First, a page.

“I’m just gonna put something up on Match and see what happens,” my friend Paula announced with a shrug of her shoulders.
Paula and I had met for coffee to catch up with one another on work, kids, and (of course) men. Paula had been divorced for a little over a year, and throughout her separation and divorce we’d gotten together frequently to talk about the ups and downs of starting over.
In the months after leaving her husband of 15 years, 43-year-old Paula had racked up a breathtaking list of accomplishments. She had found a new residence, negotiated the rent down, dumpster-dived for furniture (which she transformed into magazine-worthy “shabby chic”), and persuaded her boss to promote her to full partnership in the business she’d helped him launch and grow.
She had in that year also played the role of medical advocate when her daughter was diagnosed with a rare neurological disorder—seeking one opinion after another until she found a specialist who cured her daughter through a new, non-invasive procedure.
Oh, and throughout all of that change and stress, Paula had maintained a regular schedule of getting to the gym by 5:30 a.m.
“Ripped abs and buff shoulders just make me feel pretty,” she was fond of telling me. As if a couple hundred crunches and pull-ups before dawn were sort of the equivalent of getting a spa pedicure.
In short, my dynamic friend never stopped creating, planning, persuading, bargaining, marketing, exercising, and advocating. Even when life was at its most challenging. And she certainly did not leave important aspects of work, home, parenting, or health to chance.
This was the same woman who was telling me she’d just…sorta…put herself on Match and wait around twiddling her thumbs until something happened?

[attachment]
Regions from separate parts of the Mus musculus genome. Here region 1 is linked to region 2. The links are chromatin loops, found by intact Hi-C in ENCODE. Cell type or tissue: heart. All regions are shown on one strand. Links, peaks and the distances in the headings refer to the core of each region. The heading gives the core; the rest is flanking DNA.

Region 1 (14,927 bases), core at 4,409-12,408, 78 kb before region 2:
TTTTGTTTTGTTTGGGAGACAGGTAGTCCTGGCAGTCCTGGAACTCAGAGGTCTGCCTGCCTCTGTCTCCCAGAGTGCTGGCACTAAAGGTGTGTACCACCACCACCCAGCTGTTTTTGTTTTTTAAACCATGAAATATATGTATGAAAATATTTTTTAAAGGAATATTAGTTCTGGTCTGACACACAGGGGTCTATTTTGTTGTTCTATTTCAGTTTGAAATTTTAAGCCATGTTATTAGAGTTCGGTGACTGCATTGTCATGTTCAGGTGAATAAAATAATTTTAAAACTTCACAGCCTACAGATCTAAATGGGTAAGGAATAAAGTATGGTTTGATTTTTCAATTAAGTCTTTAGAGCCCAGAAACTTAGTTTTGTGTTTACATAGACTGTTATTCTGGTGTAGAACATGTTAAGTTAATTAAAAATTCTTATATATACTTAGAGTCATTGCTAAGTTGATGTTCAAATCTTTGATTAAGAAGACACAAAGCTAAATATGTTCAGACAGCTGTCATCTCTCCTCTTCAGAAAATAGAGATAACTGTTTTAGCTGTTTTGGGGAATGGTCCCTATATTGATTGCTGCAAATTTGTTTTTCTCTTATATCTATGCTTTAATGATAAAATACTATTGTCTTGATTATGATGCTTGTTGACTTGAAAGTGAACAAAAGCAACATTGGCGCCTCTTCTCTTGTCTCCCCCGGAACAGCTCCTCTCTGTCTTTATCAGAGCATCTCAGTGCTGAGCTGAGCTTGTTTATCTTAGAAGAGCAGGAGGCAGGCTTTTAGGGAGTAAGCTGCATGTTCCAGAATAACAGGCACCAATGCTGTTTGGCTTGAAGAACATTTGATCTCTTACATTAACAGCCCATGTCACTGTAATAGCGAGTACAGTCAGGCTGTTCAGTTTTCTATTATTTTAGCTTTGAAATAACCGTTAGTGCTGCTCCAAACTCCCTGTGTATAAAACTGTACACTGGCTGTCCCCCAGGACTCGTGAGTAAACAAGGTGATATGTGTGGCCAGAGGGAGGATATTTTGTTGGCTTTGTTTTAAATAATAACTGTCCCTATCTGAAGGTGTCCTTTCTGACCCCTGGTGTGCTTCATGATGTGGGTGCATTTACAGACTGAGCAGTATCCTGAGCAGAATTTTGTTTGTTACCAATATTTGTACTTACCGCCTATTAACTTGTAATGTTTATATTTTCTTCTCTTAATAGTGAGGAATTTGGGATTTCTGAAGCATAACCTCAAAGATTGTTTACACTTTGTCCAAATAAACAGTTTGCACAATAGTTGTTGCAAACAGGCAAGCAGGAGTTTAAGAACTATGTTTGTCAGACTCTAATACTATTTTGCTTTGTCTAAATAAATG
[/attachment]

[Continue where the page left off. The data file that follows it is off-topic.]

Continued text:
The question nagged at me. Why would Paula, who was light-years ahead of me in overall assertiveness, take such an anemic approach to dating?
So, the next time we got together, I asked her.
She grew thoughtful.
“I’m best at meeting people in person,” she said. “So every so often I try the bar scene after work. Only problem is, most of the men around me seem to be waiting for their online dates to show up.”
Her answer surprised me. I had, by that time, done a lot of online dating—but I had never actually given much thought to how sites like Match and OKCupid might be changing the culture of dating.
“Oh, slight correction,” she added with a wry smile. “I am sometimes approached by men who are not out to meet up with their Match date. Typically, they have indentations on their ring fingers where a wedding ring must have been just minutes before.”
I laughed, imagining my laser-focused friend zooming in on the telltale ring imprint as the philanderer sidling up to her took a swig of his scotch.
“Well, if you want help writing your dating profile, let me know.”
“Gina. If I thought anyone was going to actually read it, I might take you up on that.” She gave me a quick hug, grabbed her purse, and prepared to head off to her next appointment.
Does my friend Paula’s story sound familiar to you? It seems to me that the majority of single and divorced women I know–chicas who have taken charge of virtually every other aspect of their lives–feel flummoxed by online dating. And so, typically, they slap up sort of a wilted, cliche-ridden profile on Match–and then hang back with a wait-and-see attitude.
And then the real boredom and time-wasting begin–when these glorious gals start to meet up with the droopy dogs who respond.
I started a blog, Cupid’sLaboratory.com, to help the Paulas of the world take charge of the whole complex “enterprise” of online dating. Captivating women should have an equally captivating presence online. And it all begins, I believe, with crafting a riveting profile. The more fascinating the profile, the more responses it’ll get. And the more responses flowing into the inbox, the more GOOD ones will be among them.
It’s a numbers game–pure and simple.
And thus, in the face of cutthroat competition, the droopy dogs and the dullards of the date-iverse get screened out. In one decisive CLICK of a diva’s delete key.
Do you have questions about how to optimize the experience of online dating? Ask away. I’m all ears.